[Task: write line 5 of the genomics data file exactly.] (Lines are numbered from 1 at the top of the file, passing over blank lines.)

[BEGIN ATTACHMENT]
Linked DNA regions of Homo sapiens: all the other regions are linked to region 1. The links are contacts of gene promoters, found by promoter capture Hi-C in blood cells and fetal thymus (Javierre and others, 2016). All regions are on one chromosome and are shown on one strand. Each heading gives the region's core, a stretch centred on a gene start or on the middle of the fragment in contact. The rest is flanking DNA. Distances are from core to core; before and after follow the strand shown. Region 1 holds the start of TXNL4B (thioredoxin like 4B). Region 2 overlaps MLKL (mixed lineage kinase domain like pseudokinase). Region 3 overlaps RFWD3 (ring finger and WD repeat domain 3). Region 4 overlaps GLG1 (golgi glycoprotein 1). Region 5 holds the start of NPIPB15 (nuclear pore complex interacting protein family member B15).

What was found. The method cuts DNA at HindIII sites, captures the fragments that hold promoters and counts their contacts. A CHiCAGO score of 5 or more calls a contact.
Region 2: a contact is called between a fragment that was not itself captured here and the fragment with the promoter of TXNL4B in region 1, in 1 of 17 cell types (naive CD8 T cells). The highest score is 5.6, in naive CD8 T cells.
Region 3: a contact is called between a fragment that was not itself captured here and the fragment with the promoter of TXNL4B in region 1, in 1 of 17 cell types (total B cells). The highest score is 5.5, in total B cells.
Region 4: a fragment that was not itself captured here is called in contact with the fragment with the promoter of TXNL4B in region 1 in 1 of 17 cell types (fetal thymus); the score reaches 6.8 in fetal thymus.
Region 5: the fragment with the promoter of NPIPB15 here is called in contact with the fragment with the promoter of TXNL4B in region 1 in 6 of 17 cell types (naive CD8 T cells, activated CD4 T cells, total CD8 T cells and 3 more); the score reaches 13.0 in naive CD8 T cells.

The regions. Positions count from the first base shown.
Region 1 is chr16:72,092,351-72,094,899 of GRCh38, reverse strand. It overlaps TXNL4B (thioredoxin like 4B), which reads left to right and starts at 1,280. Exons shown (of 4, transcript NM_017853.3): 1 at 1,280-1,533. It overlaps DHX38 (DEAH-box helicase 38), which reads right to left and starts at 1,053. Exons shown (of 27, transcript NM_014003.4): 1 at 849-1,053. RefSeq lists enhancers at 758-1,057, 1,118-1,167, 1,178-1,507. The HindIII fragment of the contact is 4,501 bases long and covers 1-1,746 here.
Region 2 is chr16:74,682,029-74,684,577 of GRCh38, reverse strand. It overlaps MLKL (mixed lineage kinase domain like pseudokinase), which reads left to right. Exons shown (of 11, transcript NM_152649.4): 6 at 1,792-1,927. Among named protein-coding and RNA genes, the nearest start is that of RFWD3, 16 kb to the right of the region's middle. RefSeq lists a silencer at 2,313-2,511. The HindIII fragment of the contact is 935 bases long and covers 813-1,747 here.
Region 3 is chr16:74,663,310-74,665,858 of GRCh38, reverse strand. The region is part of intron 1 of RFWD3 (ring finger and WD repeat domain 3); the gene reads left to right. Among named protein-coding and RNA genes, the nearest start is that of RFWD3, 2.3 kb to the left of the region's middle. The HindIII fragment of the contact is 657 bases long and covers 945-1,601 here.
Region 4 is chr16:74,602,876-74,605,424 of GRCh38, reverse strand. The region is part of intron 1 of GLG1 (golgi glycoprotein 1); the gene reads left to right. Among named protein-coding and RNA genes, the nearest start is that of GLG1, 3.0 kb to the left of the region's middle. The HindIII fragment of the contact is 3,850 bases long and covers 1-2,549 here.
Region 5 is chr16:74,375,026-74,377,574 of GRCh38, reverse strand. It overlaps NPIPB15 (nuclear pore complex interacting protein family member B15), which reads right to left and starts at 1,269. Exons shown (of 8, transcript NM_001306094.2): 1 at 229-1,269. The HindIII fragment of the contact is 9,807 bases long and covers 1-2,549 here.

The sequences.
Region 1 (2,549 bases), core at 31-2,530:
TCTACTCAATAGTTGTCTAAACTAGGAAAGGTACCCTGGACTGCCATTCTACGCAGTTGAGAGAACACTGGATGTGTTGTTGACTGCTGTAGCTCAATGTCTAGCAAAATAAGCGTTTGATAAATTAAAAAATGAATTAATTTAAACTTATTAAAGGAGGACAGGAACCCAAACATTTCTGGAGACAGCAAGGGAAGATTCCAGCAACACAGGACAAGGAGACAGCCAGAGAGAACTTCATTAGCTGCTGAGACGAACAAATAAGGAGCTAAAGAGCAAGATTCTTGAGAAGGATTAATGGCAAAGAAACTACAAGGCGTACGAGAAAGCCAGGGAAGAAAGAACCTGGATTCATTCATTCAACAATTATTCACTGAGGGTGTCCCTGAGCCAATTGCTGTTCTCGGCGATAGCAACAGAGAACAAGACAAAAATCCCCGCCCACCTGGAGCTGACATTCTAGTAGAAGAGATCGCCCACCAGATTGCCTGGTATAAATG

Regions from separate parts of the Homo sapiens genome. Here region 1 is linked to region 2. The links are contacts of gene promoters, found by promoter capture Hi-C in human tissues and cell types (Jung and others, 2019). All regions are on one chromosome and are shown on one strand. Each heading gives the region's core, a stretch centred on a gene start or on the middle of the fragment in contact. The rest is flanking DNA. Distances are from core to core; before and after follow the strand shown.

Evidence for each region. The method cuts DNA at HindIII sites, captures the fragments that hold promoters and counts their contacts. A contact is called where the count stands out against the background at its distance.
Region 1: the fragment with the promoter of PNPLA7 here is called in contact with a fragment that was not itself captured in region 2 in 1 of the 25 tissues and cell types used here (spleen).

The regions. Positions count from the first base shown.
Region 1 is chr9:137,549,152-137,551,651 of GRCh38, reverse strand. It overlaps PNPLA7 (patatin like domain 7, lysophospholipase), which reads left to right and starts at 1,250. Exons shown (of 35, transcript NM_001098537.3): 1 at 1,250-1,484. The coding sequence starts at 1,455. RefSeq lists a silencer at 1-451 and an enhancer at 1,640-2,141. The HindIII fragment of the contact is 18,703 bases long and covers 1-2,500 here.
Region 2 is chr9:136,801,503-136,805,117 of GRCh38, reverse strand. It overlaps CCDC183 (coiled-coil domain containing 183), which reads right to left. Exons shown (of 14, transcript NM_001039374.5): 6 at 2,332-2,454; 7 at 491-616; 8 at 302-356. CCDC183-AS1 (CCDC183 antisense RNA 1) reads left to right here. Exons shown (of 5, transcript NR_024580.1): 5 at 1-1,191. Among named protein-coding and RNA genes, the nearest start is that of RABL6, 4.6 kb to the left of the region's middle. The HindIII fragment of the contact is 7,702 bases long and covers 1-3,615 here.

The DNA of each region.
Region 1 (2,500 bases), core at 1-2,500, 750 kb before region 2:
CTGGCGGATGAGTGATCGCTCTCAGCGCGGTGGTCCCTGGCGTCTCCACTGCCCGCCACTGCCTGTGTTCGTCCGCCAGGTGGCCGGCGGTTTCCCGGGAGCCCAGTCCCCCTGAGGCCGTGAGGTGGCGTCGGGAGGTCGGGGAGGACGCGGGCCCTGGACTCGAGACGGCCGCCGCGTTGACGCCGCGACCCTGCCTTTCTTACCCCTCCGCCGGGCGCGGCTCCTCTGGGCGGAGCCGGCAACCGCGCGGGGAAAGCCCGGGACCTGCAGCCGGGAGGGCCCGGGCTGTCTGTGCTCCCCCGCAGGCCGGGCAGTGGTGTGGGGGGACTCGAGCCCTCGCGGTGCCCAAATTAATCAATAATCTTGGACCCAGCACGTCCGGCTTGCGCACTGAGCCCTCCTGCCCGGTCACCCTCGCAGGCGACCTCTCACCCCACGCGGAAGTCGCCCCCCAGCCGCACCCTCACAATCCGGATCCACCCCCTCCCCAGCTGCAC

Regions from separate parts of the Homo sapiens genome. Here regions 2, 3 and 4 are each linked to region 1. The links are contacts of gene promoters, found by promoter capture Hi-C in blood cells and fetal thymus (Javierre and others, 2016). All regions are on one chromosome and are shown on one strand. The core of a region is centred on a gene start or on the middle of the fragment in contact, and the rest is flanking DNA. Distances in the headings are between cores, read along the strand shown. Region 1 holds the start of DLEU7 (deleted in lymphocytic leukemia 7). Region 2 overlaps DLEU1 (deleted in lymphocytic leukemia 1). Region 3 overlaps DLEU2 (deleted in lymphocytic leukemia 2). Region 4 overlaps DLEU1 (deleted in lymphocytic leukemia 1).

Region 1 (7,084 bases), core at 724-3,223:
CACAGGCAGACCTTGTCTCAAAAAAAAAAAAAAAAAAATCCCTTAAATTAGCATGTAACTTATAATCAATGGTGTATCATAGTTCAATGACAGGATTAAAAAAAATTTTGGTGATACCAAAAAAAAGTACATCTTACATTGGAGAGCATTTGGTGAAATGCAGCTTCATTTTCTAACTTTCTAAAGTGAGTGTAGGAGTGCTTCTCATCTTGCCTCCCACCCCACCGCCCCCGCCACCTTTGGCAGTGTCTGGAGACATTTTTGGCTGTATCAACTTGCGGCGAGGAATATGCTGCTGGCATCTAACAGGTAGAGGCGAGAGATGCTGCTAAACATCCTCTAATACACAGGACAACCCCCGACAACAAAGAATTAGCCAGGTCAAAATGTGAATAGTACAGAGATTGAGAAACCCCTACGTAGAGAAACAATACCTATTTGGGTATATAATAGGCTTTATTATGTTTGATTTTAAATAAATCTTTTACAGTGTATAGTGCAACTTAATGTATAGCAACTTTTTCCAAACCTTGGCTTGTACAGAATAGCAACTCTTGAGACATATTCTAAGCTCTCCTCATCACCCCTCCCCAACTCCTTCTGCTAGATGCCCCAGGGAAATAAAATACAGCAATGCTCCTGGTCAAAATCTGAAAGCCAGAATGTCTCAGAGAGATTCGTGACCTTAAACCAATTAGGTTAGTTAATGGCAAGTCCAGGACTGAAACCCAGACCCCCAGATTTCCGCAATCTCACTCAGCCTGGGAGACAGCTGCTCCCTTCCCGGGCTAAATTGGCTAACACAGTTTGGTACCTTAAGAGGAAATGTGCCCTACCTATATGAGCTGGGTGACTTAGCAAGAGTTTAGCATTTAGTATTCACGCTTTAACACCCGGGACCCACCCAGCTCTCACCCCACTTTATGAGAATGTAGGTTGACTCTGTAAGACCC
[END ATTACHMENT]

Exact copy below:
Region 4: a fragment that was not itself captured here is called in contact with the fragment with the promoter of TXNL4B in region 1 in 1 of 17 cell types (fetal thymus); the score reaches 6.8 in fetal thymus.